Upcoming Changes to Section 831(b) Tax Code Legislation

The 2015 Appropriations Bill, passed by Congress in late 2015, updates the rules and requirements of small or mid market businesses electing the 831(b) tax code. The following major changes will take effect in 2017:

1. The current $1.2 million limit on gross premiums will increase to $2.2 million.

2. Companies seeking the 831(b) election are required to comply with new diversification requirements.

Compliance means passing one of two diversification tests:

Diversification Test #1

No more than 20% of premiums may be paid from any single policyholder.

"Policyholder" includes:

  1. Businesses paying premiums to the captive
  2. Businesses owned by the heirs of the business owner, business' owner's spouse or members of the same "control group" of companies

Single owner micro captives must have four separate risk pools to meet diversification standards—and they can't have the same owner.

Diversification Test #2

The business owner's heir or spouse cannot directly or indirectly own more than 2% than the interest they own in the insured business.

Let's Use an Example to Translate

Say Mom owns 50% of a business and Daughter owns 50%. To qualify for section 831(b), Daughter can only own up to 52% (50% + 2%) of the captive.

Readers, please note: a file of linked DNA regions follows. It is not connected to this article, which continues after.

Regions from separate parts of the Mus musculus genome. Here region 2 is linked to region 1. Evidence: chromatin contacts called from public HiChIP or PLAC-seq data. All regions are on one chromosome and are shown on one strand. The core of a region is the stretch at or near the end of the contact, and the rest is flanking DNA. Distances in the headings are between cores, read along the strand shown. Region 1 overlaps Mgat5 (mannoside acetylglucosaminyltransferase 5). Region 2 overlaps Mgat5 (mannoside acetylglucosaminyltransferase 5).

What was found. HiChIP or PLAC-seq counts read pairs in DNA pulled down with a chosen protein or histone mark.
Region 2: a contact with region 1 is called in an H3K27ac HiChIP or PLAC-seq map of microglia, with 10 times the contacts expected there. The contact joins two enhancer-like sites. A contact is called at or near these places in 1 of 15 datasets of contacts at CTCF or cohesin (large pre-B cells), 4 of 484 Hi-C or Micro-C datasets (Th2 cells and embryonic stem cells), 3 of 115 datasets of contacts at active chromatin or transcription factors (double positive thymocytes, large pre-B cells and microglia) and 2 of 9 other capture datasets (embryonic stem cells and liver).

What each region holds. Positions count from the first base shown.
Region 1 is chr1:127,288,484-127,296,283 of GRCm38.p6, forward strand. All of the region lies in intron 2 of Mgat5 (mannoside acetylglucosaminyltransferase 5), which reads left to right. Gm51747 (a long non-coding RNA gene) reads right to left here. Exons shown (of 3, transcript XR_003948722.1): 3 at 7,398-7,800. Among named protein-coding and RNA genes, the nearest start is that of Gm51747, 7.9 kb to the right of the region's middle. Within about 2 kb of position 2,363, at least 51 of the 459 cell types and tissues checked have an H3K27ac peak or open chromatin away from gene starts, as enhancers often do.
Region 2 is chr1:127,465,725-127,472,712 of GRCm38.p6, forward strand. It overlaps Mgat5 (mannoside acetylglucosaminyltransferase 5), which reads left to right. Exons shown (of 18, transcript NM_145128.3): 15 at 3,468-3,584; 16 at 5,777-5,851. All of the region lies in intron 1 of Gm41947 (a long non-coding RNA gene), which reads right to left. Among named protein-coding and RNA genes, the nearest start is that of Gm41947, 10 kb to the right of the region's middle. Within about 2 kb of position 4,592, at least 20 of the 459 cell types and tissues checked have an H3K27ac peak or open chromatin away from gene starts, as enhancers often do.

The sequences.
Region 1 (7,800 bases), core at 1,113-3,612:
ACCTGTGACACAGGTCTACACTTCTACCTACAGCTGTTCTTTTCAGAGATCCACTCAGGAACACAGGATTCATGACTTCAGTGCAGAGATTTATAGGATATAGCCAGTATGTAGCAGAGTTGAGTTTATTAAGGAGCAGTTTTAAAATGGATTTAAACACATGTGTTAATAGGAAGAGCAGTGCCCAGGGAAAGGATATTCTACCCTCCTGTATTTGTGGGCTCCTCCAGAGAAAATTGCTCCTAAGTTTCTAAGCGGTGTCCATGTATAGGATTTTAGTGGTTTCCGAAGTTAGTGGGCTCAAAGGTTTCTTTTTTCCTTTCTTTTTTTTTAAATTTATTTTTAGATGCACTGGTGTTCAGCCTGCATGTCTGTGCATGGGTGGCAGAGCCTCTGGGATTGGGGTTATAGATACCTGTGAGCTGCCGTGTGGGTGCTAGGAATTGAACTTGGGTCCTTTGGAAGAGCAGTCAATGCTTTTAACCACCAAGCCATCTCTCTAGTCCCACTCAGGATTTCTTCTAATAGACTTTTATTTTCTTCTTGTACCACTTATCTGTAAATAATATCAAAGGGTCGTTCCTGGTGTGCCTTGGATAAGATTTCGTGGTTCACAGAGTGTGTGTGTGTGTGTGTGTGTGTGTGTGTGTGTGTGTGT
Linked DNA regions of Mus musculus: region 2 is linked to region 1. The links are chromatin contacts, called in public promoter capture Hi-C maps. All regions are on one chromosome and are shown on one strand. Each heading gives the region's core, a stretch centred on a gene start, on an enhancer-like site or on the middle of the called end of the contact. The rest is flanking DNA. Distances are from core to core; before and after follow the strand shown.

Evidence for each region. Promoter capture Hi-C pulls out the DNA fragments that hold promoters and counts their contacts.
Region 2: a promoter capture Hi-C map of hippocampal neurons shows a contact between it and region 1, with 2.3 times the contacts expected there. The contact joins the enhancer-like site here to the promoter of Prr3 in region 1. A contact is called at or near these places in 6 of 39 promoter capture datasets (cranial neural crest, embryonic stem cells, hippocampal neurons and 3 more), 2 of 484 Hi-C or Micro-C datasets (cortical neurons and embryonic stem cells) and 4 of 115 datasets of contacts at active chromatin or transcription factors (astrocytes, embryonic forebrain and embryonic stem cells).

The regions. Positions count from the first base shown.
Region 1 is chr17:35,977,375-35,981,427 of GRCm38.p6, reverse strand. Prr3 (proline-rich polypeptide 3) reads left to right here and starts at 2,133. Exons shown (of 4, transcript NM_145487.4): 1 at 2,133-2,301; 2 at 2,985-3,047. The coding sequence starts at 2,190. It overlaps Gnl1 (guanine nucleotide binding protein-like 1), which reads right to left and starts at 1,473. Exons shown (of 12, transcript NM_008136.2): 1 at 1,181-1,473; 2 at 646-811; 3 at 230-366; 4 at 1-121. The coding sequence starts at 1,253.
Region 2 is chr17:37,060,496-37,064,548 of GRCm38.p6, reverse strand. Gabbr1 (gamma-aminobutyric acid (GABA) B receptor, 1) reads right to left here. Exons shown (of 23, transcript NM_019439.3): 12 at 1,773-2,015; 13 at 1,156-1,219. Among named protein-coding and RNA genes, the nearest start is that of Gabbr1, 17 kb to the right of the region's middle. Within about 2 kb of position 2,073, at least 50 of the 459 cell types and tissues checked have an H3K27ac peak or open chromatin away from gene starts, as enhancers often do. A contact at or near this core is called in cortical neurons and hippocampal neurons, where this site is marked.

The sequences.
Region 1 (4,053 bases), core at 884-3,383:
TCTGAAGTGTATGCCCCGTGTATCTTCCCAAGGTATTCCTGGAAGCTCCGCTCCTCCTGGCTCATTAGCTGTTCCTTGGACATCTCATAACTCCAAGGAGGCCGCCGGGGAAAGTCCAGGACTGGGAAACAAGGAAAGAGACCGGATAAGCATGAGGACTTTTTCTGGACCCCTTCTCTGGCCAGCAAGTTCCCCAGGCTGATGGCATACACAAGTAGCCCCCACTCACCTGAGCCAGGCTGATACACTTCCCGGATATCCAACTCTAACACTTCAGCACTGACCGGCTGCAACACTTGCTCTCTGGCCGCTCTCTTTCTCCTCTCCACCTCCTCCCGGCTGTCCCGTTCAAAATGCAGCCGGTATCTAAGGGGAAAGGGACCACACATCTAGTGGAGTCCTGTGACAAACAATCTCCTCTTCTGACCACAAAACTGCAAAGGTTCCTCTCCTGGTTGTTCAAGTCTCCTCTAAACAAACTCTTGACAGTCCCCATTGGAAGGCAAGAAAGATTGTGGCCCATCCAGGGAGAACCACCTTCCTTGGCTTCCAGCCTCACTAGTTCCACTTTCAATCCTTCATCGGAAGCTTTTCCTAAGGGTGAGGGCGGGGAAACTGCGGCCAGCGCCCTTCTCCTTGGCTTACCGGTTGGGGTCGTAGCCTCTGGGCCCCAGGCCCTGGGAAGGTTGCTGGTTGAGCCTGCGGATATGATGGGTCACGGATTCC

If Mom owns 100% of the business, Daughter may only own 2% of the captive.

You've got questions. We've got answers.
Contact Captive Insurance Brokers

The Point of the Diversification Requirement

831 b Election Tax Code Changes 2017

Changes to the 831(b) tax code take effect starting in 2017.

The new rules mitigates abuses of section 831(b) related to estate planning and the transfer of funds between family members.

Micro captives are absolutely not meant to be vehicles for wealth transfer. It's called captive insurance for a reason. Forming or joining a micro captive is for insurance purposes solely: pooling risk among a heterogeneous or homogeneous group and transfer risk among business partners you trust. 

Conclusions: Election Abuses & IRS Response

The U.S. Congress and IRS remain vigilant against companies abusing the 831(b) tax code. Some believe this batch of legislation doesn't do enough to punish captive companies who game the system, and only sets the precedent for the IRS to take a larger role in enforcing standards for micro captives.

Contact micro captive brokers at Alternative Risk Resources, LLC for explanation how new legislation affects your company.
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